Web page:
Independence Day in Ukraine is celebrated every 24 August to remember the day in 1991 when the Ukrainian parliament declared the country to be fully independent of the Soviet Union.
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Today, Independence Day is celebrated in Ukraine in a big way throughout the whole land. It is a day to remember the heroes of Ukraine’s past and honour those who fought and died to secured their long-desired independence.
Although Ukrainians have always had their own language and culture, they have seldom had their own independent nation-state. For centuries, they were dominated by Russia, Poland, Turkey, and other foreign nations.
By the early 1800’s, present day Ukraine was mostly under the control of the Russian Empire, though a few of its most western parts were controlled by the Austro-Hungarian Empire. After World War I and during the Russian Civil War that immediately followed, Ukrainians tried to escape from Russian control. By 1922, however, Poland controlled a good deal of western Ukraine, while the Soviet Union controlled the rest.
During the reign of Joseph Stalin, millions of rural Ukrainian were starved to death for resisting the state takeover of their farms. This further encouraged Ukrainians to long for independence. Then, during World War II, some Ukrainians rose up and fought against both the Russian and German forces occupying their land. Even after the war, some resistance continued as late as 1950.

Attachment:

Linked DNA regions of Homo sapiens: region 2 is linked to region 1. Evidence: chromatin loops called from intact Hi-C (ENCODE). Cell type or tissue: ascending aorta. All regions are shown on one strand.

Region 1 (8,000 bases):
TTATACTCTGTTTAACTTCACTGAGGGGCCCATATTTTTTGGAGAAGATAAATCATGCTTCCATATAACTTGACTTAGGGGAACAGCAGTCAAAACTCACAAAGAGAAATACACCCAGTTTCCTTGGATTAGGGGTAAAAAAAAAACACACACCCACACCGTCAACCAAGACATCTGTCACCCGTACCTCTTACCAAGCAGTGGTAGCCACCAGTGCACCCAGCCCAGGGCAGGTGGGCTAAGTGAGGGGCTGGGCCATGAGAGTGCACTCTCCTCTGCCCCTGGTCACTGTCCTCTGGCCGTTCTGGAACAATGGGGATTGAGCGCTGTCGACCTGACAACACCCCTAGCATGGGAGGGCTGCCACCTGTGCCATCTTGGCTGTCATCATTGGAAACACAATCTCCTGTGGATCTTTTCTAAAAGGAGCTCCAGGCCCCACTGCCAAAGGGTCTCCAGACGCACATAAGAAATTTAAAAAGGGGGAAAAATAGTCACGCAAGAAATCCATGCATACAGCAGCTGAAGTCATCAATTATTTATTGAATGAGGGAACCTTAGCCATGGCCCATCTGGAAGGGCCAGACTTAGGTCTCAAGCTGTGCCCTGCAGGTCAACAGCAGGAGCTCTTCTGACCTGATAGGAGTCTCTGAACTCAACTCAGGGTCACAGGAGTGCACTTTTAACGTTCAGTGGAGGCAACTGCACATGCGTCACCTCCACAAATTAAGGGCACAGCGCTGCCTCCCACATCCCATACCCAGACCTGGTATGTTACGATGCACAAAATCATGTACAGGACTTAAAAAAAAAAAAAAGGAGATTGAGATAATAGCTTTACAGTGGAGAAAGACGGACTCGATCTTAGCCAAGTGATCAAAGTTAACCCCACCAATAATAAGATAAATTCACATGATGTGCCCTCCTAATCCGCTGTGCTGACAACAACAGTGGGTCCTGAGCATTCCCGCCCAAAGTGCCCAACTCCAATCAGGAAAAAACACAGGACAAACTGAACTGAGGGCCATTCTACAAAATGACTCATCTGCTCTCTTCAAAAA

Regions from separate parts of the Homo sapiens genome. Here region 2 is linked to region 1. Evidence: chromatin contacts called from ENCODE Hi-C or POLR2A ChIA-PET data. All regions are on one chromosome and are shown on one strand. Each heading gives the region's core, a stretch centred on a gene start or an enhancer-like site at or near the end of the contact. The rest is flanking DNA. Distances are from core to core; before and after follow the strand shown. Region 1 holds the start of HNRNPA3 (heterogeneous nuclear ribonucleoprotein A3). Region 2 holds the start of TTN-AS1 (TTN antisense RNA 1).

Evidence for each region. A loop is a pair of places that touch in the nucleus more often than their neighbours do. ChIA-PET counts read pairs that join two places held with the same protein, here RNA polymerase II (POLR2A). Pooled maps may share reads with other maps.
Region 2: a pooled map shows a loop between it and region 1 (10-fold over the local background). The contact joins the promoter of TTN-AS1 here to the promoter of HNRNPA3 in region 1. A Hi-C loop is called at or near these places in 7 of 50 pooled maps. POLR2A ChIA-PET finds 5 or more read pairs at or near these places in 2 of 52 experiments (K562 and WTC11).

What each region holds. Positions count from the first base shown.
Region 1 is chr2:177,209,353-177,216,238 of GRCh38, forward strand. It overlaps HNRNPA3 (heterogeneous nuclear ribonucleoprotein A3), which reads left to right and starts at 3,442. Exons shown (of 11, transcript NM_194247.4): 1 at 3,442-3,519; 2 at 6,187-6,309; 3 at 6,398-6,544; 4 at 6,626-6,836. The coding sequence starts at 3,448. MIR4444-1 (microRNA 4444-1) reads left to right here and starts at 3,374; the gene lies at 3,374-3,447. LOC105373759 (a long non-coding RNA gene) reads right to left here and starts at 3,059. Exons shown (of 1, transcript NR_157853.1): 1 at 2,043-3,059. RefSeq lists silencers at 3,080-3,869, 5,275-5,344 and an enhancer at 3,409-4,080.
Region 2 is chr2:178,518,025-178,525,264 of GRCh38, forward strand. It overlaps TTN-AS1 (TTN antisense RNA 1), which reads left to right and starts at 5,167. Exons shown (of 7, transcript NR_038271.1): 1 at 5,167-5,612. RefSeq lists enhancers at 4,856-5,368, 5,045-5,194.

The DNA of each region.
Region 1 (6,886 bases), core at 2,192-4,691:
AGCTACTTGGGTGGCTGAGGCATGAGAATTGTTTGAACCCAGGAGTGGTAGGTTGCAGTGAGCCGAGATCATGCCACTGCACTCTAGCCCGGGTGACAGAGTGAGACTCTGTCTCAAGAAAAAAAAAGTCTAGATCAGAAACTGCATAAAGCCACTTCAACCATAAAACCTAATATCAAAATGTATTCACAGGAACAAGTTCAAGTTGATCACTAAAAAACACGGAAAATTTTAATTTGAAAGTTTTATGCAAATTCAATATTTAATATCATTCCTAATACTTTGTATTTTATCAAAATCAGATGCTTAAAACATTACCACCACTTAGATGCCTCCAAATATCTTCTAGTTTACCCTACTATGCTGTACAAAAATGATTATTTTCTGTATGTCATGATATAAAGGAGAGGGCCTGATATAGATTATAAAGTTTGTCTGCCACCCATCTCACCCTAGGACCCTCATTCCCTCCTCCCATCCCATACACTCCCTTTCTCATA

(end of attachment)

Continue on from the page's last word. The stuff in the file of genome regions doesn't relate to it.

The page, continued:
As the Soviet Union began to weaken in the 1980’s, Ukrainians again sensed an opportunity to try for independence. On 16 July 1990, their parliament declared independence. This is why the first Independence Day celebrations were held on 16 July. After a coup tried to reinstate hardline Communist control in Moscow, the parliament again declared independence on 24 August 1991. The decision was then ratified by the people in a December referendum that year, in which 90 percent voted in favour of independence.